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New research highlights best practice for 360% feedback


New research on 360 degree feedback by assessment and development providers SHL aims to provide an insight into best practice into delivering and carrying out a 360% feedback process within an organisation.

The two-year study carried out by SHL in partnership with the British Psychological Society, Department of Trade and Industry, CIPD and Roehampton Institute looked at 50 public and private sector organisations in depth as part of a bigger Feedback Project to establish how 360% feedback is currently used and how useful the process is.

The study found that 360% feedback is mainly used for development, although it is also sometimes used in annual performance reviews. There was no link in these case studies between 360% feedback and pay and reward structures. The study also discovered that 360% degree feedback is also starting to become used for strategic planning, e.g. by identifying organisation-wide strengths and weaknesses.

The study also looked at the specific skills required for delivering feedback effectively, finding little research had been done into identifying the skills needed to generate positive behaviour change at work, with most training being given to help deliver feedback from specific developmental tools. The studies' authors say 'it is time to put traditional feedback skills under a critical microscope', by aiming to identify a list of key skills and processes involved in giving feedback.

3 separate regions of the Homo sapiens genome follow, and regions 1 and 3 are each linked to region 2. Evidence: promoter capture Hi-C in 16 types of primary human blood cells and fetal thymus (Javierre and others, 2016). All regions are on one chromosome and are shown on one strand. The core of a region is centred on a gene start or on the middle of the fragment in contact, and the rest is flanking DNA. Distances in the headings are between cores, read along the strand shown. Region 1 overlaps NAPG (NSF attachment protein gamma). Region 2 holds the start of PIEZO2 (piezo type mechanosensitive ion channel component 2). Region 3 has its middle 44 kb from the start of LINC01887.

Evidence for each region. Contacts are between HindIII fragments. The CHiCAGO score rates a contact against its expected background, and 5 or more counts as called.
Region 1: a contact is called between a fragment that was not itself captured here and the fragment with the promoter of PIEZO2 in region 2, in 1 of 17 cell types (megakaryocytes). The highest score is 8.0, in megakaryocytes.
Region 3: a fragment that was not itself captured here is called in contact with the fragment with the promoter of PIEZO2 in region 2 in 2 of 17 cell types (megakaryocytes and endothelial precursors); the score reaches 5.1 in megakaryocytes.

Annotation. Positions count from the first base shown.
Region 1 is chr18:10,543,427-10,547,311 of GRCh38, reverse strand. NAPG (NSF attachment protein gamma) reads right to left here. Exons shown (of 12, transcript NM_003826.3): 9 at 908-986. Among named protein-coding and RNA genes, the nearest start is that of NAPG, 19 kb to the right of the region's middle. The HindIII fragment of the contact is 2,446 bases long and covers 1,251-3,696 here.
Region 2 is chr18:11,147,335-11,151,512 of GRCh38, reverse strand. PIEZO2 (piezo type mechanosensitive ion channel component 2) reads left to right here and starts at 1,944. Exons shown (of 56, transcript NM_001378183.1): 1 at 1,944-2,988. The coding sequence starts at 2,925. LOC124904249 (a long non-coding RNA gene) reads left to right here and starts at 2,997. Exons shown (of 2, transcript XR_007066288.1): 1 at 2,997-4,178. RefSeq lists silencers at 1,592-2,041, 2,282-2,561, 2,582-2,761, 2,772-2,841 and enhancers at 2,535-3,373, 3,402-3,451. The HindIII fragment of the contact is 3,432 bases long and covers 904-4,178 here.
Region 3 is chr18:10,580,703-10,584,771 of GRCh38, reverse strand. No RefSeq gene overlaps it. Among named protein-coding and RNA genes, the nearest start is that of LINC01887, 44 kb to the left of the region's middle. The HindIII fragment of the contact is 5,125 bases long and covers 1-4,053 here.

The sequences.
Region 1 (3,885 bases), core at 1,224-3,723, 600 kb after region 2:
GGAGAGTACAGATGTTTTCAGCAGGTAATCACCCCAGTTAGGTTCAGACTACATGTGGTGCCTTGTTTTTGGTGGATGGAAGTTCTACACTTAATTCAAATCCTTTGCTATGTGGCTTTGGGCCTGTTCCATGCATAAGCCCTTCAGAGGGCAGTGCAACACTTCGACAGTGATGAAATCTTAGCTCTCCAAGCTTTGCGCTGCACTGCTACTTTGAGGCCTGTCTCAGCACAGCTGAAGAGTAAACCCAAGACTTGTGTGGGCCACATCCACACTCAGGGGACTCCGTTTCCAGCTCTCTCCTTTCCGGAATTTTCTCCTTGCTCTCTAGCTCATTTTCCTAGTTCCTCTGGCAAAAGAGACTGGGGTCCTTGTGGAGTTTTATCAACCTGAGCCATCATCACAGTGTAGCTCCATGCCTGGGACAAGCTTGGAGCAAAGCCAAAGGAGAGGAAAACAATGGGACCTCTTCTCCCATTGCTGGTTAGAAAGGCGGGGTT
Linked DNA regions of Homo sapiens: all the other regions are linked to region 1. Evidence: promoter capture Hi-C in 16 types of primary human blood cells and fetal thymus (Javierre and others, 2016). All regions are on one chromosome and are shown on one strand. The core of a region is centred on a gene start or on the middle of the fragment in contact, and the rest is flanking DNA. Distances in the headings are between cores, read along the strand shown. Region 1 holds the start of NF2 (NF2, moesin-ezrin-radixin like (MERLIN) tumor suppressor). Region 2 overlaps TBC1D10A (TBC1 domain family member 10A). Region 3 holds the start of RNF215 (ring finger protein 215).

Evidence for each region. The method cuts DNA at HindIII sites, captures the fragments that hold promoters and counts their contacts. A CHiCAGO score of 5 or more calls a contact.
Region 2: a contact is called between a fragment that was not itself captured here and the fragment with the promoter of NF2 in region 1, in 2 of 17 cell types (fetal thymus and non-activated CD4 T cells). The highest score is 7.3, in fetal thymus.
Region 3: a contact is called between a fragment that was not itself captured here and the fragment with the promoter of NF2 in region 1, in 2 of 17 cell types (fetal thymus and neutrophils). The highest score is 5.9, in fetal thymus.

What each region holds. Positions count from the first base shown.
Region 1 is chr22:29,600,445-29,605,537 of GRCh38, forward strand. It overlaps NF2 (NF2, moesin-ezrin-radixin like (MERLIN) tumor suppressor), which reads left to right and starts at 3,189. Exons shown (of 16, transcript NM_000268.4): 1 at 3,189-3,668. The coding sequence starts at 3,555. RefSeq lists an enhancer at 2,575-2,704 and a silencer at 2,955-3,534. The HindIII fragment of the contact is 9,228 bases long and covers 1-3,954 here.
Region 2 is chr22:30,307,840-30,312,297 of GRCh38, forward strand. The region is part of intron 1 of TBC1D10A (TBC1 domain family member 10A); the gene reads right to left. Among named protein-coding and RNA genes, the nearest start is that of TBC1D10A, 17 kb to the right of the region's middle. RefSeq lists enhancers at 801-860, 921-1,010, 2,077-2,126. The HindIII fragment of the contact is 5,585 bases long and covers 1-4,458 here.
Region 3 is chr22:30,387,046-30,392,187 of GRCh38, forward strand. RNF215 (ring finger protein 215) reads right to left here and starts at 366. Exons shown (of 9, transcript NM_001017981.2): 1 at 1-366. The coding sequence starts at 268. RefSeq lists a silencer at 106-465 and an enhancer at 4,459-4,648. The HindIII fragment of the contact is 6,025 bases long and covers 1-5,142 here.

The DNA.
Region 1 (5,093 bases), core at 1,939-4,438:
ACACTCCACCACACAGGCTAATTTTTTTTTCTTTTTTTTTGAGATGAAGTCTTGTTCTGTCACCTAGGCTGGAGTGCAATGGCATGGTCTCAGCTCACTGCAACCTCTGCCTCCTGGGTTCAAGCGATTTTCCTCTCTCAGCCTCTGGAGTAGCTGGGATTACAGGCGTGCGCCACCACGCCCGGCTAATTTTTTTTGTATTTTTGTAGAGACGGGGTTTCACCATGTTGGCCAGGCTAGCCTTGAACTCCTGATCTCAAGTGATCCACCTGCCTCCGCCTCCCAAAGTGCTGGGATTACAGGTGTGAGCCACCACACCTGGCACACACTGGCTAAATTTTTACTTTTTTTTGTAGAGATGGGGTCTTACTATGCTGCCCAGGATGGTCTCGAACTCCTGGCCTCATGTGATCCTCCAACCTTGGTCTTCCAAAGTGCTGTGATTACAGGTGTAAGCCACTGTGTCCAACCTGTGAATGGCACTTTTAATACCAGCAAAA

As a result of the study, best practice guidelines have been produced for 360 degree feedback. Examples of best practice findings include:

  • The best feedback providers focus on facts, not personal strengths and weaknesses, back opinions with evidence, link past assessment to future improvement
  • Important personal skills include listening, building empathy, engaging in a genuine dialogue
  • Feedback should be given in private, at the right time, and include objective setting and an action plan
  • Those who struggle with feedback focus on personal strengths and weaknesses, not tasks, avoid difficult issues, find praise difficult or embarrasing or don't believe feedback to be that important or influential
  • Feedback must be anonymous and feedback reports confidential if people are to trust the processes, although sometimes respondents can be identified e.g. in cross-functional team assessments

The study also looked briefly at attempts to measure feedback effects on performance, finding that behavioural change resulting from feedback was reported as slight to moderate by both those being given the feedback and those delivering it. It also found that informal feedback may be as important as formal feedback, even though this may mean it is not properly recorded.

For a full list of the best practice guidelines for 360% feedback published as part of the Feedback Project, telephone 020 8335 8000 (main switchboard). A number of best practice guides are available to access free on the SHL website.


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